(Philipp Jedicke’s article appeared on DW, 5/5; Photo: DW.)

“Waldo’s Circus of Magic and Terror” is about a fictional circus troupe during the Third Reich. This tale of humanity in inhumane times is told by disabled and non-disabled people.

British playwright Hattie Naylor had originally wanted to tell a very different story from the one currently touring successfully through Britain. Her initial plan was for a play based on the cult 1932 horror film “Freaks” by US director Tod Browning, a movie that had made a big impact on her.

“What’s really special about it is that disabled people are the heroes in the film,” said Naylor. But the copyright situation was problematic, and the deeper Naylor delved into the history of circuses of the early 20th century, the more a very different story formed in her imagination — one that would become the musical “Waldo’s Circus of Magic and Terror.”

During her research, Naylor encountered numerous stories of circuses that employed disabled people, both before and during the Nazi regime. She read about people of short stature working as acrobats and clowns, about Jewish circus directors, and about Adolf Althoff, a non-Jewish German circus director who took in the Bento family of Jewish acrobats, hiding them and giving them work. And Naylor learned how several people were able to save themselves from certain death in extermination camps with touring and connections with international circuses. 

Extermination of disabled people

During the Second World War, the Nazis murdered more than 250,000 disabled people. Disabled people were mercilessly persecuted or even turned in by their own relatives. They often met their deaths only after inhumane experiments were performed on them — as in the case of Lya Graf, a world-renowned short-statured circus star who perished in Auschwitz in 1941.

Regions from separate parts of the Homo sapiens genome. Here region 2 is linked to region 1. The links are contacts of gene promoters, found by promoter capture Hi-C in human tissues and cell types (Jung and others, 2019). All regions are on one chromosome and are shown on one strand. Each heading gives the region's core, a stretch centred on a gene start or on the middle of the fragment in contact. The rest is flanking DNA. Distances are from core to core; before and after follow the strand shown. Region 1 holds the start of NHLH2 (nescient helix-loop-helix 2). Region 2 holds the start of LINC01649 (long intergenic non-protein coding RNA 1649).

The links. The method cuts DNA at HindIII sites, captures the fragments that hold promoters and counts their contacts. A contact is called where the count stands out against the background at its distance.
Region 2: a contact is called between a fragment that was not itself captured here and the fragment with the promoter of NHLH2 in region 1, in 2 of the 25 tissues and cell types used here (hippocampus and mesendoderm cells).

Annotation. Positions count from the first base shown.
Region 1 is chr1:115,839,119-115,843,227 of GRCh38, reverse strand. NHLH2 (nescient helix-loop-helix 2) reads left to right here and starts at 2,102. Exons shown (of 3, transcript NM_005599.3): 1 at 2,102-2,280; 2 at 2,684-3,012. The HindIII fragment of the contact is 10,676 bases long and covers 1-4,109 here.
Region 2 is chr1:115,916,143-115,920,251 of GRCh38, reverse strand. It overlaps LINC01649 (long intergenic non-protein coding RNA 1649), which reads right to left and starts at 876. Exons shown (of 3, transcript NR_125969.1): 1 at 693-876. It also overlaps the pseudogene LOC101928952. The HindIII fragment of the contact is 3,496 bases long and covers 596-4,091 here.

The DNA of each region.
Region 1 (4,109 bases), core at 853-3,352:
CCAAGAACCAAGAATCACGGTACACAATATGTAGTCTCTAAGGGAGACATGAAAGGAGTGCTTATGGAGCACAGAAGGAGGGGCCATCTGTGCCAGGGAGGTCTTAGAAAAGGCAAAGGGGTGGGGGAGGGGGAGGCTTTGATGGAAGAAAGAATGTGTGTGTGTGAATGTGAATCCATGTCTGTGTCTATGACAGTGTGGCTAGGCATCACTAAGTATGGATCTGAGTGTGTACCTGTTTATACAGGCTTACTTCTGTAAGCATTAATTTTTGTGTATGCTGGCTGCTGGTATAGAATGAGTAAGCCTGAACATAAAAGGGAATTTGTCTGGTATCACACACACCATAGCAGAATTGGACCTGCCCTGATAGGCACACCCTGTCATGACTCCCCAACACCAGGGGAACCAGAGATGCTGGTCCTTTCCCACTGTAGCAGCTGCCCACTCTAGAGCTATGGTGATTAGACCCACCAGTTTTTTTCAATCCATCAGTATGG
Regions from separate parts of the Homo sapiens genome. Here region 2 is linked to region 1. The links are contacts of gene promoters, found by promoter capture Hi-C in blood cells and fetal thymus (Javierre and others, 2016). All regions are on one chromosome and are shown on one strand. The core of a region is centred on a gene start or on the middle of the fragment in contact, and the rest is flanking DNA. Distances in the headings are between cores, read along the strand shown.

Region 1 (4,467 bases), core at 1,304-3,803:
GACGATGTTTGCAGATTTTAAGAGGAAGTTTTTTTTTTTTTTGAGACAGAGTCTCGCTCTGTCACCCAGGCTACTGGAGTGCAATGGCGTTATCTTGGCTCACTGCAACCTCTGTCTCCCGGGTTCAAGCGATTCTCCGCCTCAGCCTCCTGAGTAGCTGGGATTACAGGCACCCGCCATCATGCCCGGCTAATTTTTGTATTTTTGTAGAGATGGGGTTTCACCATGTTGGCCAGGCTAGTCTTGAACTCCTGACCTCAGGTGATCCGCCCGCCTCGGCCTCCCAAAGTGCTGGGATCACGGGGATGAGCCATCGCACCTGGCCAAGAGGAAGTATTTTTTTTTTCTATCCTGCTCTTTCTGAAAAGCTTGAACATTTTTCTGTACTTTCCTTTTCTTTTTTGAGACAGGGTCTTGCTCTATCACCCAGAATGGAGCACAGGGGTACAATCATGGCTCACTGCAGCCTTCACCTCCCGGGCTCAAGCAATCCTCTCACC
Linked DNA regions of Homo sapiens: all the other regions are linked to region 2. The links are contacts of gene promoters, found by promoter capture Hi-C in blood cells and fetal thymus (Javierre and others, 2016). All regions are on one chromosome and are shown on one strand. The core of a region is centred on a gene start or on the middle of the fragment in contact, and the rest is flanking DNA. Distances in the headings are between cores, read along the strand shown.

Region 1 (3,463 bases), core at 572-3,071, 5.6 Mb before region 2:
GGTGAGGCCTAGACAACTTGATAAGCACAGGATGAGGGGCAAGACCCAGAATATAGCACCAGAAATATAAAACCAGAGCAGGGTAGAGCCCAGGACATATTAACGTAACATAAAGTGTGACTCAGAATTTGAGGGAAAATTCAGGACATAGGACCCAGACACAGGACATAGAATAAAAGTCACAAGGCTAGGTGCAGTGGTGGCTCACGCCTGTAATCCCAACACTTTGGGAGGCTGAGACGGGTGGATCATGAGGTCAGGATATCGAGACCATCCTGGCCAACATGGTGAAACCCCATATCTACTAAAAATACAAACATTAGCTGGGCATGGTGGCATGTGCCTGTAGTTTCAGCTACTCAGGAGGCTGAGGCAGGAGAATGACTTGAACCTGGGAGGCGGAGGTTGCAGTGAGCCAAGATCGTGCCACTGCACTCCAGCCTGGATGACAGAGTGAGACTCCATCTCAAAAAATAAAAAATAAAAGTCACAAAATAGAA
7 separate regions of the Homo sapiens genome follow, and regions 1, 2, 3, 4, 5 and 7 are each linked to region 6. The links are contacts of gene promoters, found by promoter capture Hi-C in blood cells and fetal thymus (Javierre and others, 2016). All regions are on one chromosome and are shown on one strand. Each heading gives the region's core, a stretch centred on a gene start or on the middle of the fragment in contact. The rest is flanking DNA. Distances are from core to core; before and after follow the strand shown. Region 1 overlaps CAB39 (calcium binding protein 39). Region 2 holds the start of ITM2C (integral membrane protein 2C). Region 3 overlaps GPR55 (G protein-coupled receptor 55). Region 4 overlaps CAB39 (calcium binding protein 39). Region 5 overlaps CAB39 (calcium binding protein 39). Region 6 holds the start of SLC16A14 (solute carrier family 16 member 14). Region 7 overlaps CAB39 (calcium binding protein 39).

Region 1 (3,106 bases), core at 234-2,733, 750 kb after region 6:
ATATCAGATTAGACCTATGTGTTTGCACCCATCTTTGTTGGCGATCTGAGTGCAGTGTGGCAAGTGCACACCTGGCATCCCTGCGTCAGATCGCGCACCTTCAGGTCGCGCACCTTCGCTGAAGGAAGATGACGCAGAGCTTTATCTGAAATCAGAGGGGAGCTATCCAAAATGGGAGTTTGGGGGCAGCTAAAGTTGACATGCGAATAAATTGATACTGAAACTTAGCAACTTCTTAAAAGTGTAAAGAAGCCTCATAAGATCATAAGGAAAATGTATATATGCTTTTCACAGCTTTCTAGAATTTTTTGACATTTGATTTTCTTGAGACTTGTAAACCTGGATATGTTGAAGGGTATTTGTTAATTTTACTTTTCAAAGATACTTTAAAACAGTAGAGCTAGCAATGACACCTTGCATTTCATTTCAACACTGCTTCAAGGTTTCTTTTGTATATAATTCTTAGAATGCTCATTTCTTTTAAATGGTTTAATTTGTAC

Naylor was especially horrified to read that the “Law for the Prevention of Hereditary Diseased Offspring” was one of the first enacted by Adolf Hitler just six months after he seized power in January 1933. In his racist fantasy of omnipotence, German children were to be “nimble as greyhounds, tough as leather, hard as Krupp steel.” That law was only the beginning.

Under the Nazi dictatorship, thousands of disabled or short-statured people and those with psychiatric illnesses were forcibly sterilized, with the aim of “keeping the German national body pure.” Those people were as undesirable to the Nazis as JewsSinti and Romahomosexuals, non-conformist artists or political opponents.

The speed with which the measures were implemented in the 1930s convinced Naylor of the importance of telling these stories today. “I am really aware of the rise of fascism in Europe again, and in my own country, and very dubious national and international movements,” she said.

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